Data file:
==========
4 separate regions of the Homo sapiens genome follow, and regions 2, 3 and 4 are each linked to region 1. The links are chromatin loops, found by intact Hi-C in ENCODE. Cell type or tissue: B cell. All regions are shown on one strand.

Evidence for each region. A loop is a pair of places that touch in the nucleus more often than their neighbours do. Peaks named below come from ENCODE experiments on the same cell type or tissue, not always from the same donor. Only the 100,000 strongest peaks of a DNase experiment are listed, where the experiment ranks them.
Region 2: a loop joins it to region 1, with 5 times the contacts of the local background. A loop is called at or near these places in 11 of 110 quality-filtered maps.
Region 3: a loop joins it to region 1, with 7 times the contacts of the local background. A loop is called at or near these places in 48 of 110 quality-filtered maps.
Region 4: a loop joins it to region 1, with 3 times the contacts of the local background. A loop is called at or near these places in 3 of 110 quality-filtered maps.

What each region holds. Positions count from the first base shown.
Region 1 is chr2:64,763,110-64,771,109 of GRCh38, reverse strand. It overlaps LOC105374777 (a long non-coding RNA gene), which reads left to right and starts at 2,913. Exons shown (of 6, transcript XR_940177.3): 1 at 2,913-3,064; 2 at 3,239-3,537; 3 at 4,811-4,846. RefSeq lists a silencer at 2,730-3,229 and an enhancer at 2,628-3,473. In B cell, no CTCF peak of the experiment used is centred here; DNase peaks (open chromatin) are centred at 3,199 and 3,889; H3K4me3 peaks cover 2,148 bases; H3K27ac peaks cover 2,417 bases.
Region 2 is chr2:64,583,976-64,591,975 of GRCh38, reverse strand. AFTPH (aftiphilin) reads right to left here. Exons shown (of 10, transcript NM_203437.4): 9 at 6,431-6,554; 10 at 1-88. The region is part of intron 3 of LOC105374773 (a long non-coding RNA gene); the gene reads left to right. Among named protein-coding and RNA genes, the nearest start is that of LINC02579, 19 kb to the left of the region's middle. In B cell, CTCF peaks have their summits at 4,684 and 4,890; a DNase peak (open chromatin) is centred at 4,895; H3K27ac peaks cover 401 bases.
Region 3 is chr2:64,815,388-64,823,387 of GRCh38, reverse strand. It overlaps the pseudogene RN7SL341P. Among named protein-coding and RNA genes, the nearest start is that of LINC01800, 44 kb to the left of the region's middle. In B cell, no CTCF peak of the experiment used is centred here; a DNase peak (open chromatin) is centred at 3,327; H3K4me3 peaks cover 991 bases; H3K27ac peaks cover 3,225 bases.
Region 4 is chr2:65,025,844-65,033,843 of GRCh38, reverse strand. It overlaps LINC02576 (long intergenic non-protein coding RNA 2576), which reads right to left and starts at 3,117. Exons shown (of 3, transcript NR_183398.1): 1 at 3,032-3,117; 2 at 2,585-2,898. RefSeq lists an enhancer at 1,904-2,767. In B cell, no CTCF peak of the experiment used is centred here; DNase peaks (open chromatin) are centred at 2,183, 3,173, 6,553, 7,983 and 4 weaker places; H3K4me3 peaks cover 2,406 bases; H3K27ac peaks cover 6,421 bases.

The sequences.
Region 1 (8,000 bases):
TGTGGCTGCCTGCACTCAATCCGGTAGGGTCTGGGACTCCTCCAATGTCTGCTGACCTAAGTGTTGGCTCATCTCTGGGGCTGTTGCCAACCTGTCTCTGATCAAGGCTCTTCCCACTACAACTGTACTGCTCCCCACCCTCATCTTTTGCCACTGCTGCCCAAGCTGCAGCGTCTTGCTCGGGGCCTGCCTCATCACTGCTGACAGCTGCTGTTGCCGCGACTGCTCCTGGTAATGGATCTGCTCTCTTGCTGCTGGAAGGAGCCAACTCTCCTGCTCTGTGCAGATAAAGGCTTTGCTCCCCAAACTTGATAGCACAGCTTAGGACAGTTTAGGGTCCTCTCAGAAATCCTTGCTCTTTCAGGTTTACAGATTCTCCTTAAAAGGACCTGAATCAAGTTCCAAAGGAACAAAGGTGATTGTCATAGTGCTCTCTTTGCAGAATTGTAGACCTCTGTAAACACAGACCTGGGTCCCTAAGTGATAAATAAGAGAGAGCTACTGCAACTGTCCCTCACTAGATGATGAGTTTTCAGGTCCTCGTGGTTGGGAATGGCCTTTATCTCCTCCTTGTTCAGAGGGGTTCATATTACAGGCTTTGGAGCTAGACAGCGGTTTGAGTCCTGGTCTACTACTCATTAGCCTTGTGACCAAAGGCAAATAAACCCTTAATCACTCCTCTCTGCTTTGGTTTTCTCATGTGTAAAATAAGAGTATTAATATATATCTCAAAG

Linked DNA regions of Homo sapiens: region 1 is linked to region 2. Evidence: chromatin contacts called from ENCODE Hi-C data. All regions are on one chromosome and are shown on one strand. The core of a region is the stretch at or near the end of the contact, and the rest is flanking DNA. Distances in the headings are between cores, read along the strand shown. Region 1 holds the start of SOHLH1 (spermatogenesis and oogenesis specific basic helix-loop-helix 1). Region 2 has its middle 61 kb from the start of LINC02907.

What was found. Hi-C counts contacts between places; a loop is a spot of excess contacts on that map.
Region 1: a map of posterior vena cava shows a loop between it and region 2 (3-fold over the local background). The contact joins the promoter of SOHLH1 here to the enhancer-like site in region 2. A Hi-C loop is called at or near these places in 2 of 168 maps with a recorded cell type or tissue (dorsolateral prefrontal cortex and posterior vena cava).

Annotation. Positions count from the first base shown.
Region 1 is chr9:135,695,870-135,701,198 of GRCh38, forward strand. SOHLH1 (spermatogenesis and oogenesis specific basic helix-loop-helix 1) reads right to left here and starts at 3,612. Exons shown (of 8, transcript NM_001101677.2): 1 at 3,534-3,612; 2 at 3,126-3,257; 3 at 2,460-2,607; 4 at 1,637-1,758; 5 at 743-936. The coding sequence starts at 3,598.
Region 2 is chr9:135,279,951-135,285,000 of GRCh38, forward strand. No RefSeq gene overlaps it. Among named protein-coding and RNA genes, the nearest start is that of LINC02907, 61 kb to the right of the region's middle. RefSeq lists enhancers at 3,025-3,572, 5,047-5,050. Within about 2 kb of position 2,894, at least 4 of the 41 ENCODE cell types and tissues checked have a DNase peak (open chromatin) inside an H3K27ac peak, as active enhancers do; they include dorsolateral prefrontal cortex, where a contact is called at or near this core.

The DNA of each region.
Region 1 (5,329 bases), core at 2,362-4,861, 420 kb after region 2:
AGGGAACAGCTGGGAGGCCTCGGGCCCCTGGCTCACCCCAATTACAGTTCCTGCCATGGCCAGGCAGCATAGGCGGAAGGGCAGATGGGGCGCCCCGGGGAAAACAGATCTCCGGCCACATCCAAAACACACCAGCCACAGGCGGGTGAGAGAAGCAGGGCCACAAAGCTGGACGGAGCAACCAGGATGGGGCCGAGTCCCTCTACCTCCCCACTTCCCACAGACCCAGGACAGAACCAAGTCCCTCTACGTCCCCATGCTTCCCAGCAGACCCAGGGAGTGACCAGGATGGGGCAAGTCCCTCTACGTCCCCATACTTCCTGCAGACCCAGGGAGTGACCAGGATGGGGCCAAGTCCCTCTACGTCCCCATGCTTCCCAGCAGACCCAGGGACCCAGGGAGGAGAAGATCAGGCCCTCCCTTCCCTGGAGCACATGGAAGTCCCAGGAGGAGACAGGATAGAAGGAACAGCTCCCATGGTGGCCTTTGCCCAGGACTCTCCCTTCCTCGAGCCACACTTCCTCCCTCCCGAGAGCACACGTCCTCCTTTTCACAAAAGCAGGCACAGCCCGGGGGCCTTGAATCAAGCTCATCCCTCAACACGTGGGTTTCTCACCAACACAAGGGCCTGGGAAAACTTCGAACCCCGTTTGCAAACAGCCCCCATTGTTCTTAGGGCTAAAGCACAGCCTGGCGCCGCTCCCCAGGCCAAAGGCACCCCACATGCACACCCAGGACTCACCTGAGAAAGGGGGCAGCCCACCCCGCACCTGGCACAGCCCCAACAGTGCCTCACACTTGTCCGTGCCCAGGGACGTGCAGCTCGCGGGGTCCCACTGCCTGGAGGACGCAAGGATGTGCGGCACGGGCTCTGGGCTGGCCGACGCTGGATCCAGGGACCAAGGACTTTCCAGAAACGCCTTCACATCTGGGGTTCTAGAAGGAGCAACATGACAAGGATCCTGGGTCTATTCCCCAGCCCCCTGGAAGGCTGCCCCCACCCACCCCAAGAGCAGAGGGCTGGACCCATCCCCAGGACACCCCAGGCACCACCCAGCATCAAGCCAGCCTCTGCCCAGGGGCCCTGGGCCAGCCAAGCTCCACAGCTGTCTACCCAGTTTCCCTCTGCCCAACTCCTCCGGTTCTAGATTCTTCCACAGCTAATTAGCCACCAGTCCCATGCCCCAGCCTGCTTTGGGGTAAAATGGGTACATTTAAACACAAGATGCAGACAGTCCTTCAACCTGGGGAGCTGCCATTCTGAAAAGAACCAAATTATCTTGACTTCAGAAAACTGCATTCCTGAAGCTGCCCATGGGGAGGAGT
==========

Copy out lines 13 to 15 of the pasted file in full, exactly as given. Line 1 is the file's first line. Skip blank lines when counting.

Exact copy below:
TGTGGCTGCCTGCACTCAATCCGGTAGGGTCTGGGACTCCTCCAATGTCTGCTGACCTAAGTGTTGGCTCATCTCTGGGGCTGTTGCCAACCTGTCTCTGATCAAGGCTCTTCCCACTACAACTGTACTGCTCCCCACCCTCATCTTTTGCCACTGCTGCCCAAGCTGCAGCGTCTTGCTCGGGGCCTGCCTCATCACTGCTGACAGCTGCTGTTGCCGCGACTGCTCCTGGTAATGGATCTGCTCTCTTGCTGCTGGAAGGAGCCAACTCTCCTGCTCTGTGCAGATAAAGGCTTTGCTCCCCAAACTTGATAGCACAGCTTAGGACAGTTTAGGGTCCTCTCAGAAATCCTTGCTCTTTCAGGTTTACAGATTCTCCTTAAAAGGACCTGAATCAAGTTCCAAAGGAACAAAGGTGATTGTCATAGTGCTCTCTTTGCAGAATTGTAGACCTCTGTAAACACAGACCTGGGTCCCTAAGTGATAAATAAGAGAGAGCTACTGCAACTGTCCCTCACTAGATGATGAGTTTTCAGGTCCTCGTGGTTGGGAATGGCCTTTATCTCCTCCTTGTTCAGAGGGGTTCATATTACAGGCTTTGGAGCTAGACAGCGGTTTGAGTCCTGGTCTACTACTCATTAGCCTTGTGACCAAAGGCAAATAAACCCTTAATCACTCCTCTCTGCTTTGGTTTTCTCATGTGTAAAATAAGAGTATTAATATATATCTCAAAG

Linked DNA regions of Homo sapiens: region 1 is linked to region 2. Evidence: chromatin contacts called from ENCODE Hi-C data. All regions are on one chromosome and are shown on one strand. The core of a region is the stretch at or near the end of the contact, and the rest is flanking DNA. Distances in the headings are between cores, read along the strand shown. Region 1 holds the start of SOHLH1 (spermatogenesis and oogenesis specific basic helix-loop-helix 1). Region 2 has its middle 61 kb from the start of LINC02907.

What was found. Hi-C counts contacts between places; a loop is a spot of excess contacts on that map.